Two Composers on Two Strings
How do you write a piece of music for a two-stringed, plastic instrument that looks like a mixture of ironing board and spaceship? Composer Jakub Rataj and his composition teacher Hanuš Bartoň explain…
“Before I started to think about writing a piece for the raketon,” Jakub Rataj tells Opus Osm, “I had a concept for a composition for a solo instrument and orchestra: The solo instrument gives a musical impulse and causes a reaction in the orchestra.
“After I found out that the solo instrument was going to be a two-stringed amplified spaceship, I started to be curious. I tuned the strings and I started to discover the different possibilities of producing its special sound,” the third-year HAMU (Academy of Music) student explains.
He says that in his Proraketon piece, a world premiere performed with The Berg Orchestra Apr 22, “I was working mainly with the dynamic process, articulation, and instrument division.” (See the excerpt from his score, below.)
“And I started to write.”
Mr Rataj shares credit with his HAMU composition teacher, Hanuš Bartoň (see Opus Osm, Nov 17, 2011). “It is more than correct to say that Hanuš Bartoň is my composition teacher,” his student says. “I think that there was no parameter, such as harmony, articulation, and so on, that we didn’t discuss.”
And Mr Bartoň explains, “I collaborated closely with him from the beginning of the composing until the premiere. During our consultations I heard recordings of Mr Rataj’s experiments with the instrument, so I already knew a bit of its sound possibilities. The result almost exactly corresponds to the idea which I saw from his score.”Jakub Rataj, although still a student in the bachelor-degree program, has already had several successes with composing. Mr Bartoň describes him to us this way: “Jakub Rataj is strongly interested in electro-acoustic music, sound installations, and multimedia performances. But his skill in the field of ‘classical’ composing is also on a very high level.”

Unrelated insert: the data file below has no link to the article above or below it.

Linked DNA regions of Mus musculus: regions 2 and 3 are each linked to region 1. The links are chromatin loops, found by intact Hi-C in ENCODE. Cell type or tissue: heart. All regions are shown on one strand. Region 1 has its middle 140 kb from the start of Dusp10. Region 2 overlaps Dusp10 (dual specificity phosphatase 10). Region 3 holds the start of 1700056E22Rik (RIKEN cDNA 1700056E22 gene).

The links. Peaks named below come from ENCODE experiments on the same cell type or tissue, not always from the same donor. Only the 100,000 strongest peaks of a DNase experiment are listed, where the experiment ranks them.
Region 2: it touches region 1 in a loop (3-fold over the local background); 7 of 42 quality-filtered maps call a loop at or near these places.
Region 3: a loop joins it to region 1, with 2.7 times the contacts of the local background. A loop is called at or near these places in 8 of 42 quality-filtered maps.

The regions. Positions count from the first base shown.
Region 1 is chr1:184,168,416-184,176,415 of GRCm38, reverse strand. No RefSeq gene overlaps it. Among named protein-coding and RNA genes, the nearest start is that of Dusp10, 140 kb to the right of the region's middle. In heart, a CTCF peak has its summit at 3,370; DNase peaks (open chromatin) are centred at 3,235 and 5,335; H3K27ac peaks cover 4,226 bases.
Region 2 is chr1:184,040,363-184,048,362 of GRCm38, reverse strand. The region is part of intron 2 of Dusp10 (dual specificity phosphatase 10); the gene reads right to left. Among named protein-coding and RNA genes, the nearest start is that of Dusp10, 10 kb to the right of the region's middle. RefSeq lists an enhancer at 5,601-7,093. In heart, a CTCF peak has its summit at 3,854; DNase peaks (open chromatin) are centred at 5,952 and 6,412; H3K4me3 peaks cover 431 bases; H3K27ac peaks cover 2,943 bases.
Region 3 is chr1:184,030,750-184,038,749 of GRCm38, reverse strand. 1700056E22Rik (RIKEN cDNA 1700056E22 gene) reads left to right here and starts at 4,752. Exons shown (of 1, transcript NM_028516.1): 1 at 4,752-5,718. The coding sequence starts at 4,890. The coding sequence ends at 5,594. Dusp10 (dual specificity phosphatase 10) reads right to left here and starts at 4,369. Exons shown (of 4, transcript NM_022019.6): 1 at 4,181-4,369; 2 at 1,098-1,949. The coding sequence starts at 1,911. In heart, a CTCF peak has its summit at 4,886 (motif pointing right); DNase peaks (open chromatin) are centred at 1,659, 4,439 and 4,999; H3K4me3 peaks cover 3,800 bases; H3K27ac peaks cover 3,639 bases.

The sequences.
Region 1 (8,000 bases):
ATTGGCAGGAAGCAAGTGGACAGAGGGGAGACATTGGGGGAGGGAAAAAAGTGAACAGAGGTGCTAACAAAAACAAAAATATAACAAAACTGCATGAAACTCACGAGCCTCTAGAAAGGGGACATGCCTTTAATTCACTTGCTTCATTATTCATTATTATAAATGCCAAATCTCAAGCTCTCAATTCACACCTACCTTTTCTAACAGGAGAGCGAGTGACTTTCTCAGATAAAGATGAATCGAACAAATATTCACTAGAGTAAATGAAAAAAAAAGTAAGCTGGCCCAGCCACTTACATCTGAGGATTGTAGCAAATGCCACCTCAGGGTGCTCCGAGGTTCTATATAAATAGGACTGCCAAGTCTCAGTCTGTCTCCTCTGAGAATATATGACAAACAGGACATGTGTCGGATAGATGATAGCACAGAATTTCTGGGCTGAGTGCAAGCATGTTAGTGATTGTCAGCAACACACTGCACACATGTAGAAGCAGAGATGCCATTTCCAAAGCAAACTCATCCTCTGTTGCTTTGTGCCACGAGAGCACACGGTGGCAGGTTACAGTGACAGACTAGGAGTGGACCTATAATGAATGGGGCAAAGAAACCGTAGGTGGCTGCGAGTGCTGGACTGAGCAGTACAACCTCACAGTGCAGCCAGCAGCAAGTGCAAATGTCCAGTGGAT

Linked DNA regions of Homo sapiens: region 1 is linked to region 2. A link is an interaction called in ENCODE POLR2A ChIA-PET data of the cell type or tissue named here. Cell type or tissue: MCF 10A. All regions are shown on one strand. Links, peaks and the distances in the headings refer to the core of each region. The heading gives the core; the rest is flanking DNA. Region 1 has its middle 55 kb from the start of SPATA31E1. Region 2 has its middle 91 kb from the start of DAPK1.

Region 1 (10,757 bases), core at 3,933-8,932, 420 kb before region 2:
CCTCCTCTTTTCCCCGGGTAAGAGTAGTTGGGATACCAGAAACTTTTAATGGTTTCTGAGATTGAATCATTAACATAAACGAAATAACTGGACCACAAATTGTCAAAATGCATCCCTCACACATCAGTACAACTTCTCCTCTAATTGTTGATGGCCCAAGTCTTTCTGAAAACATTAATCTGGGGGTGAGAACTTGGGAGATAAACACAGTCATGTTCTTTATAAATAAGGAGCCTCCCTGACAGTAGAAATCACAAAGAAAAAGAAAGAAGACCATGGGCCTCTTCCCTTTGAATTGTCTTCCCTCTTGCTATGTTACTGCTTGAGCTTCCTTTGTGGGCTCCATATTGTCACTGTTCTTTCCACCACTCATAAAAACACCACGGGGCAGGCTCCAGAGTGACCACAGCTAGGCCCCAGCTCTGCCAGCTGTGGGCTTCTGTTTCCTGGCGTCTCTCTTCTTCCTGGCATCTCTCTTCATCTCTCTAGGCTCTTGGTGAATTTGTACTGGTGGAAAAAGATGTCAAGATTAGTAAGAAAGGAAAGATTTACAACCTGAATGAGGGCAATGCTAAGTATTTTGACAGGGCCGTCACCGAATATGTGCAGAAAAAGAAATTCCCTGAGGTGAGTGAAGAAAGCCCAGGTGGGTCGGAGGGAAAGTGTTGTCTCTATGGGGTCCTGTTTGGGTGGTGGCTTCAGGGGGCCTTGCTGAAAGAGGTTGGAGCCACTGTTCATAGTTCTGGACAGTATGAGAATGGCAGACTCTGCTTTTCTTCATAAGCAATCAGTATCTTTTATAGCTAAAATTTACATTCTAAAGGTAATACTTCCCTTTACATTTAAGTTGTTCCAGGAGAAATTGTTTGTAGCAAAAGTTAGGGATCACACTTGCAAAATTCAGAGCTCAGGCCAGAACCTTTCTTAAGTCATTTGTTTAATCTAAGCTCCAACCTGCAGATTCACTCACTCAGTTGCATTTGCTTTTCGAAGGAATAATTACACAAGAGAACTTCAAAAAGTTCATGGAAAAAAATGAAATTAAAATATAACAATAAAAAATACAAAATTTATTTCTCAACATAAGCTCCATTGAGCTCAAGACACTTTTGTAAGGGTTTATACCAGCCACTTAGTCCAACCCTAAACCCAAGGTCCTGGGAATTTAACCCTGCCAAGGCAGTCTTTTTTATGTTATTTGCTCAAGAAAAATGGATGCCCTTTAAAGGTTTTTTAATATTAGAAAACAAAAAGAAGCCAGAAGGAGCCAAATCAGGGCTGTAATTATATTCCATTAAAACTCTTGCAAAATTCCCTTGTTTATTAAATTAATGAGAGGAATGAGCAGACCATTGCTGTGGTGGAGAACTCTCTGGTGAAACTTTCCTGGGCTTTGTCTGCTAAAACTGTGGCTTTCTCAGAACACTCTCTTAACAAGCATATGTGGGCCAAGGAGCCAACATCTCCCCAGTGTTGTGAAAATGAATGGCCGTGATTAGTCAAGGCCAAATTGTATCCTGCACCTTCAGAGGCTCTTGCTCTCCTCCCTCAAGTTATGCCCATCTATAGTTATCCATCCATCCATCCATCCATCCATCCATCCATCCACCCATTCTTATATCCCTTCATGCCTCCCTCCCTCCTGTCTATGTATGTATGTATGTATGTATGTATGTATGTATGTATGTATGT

He continues, “During our collaboration at the academy he has written both kinds of music, and his compositions are among the best and most interesting in the composition department. His development is quick and always surprising. I find Proraketon very interesting, especially for its sound qualities.” However, he adds, “I cannot say that Proraketon is his typical music, because his language changes with each, next piece.”
And Mr Rataj compliments his teacher, “What I find most inspiring is [Mr Bartoň's] ability to understand ones intention and apply it in a complex way, without deforming the student’s personal expression. I think that he’s in a permanent process of composing.”
What Next for Teacher and Student?
Mr Bartoň evaluates the raketon, explaining that it’s interesting not only for its sound but also as a visual object. “On the other hand,” he adds, “the expressive range is limited. So far, I do not plan to use it. It is closely associated, naturally, mainly, with the inventor of this instrument, Michal Cimala.”
And as for Jakub Rataj? “Right now I’m working on a composition for viola and live electronics,” he says, “and I’ve started to think about the next orchestral composition that I have to finish by the end of September.” He adds, “I’ll also write a piece for shakuhachi, theremin, and ensemble for the Prague shakuhachi festival [in August], then a chamber piece during the summer masterclass workshop in Austria. And I’ll compose music for two short animated films this summer.”
As the interview concludes, we ask Mr Rataj if there’s anything he’d like to add. “Yes,” he responds. “I’d like to add four hours to each day.”
It’s nice to see that such a talented composer also has a quotidian sense of humor. — oo
– Mary Matz
Jakub Rataj will perform his Violator composition at HAMU’s “Skrz na Skrz” festival June 1. The Berg Orchestra offers its next world premiere May 22 at the Church of St Salvatore (Kostel Nejsvětějšího Salvátora, at Charles Bridge), by composer Slavomír Hořínka (see Opus Osm, May 7 & 16, 2012).
Photo Credits: Top and video: Miroslav Setnička; music score, Jakub Rataj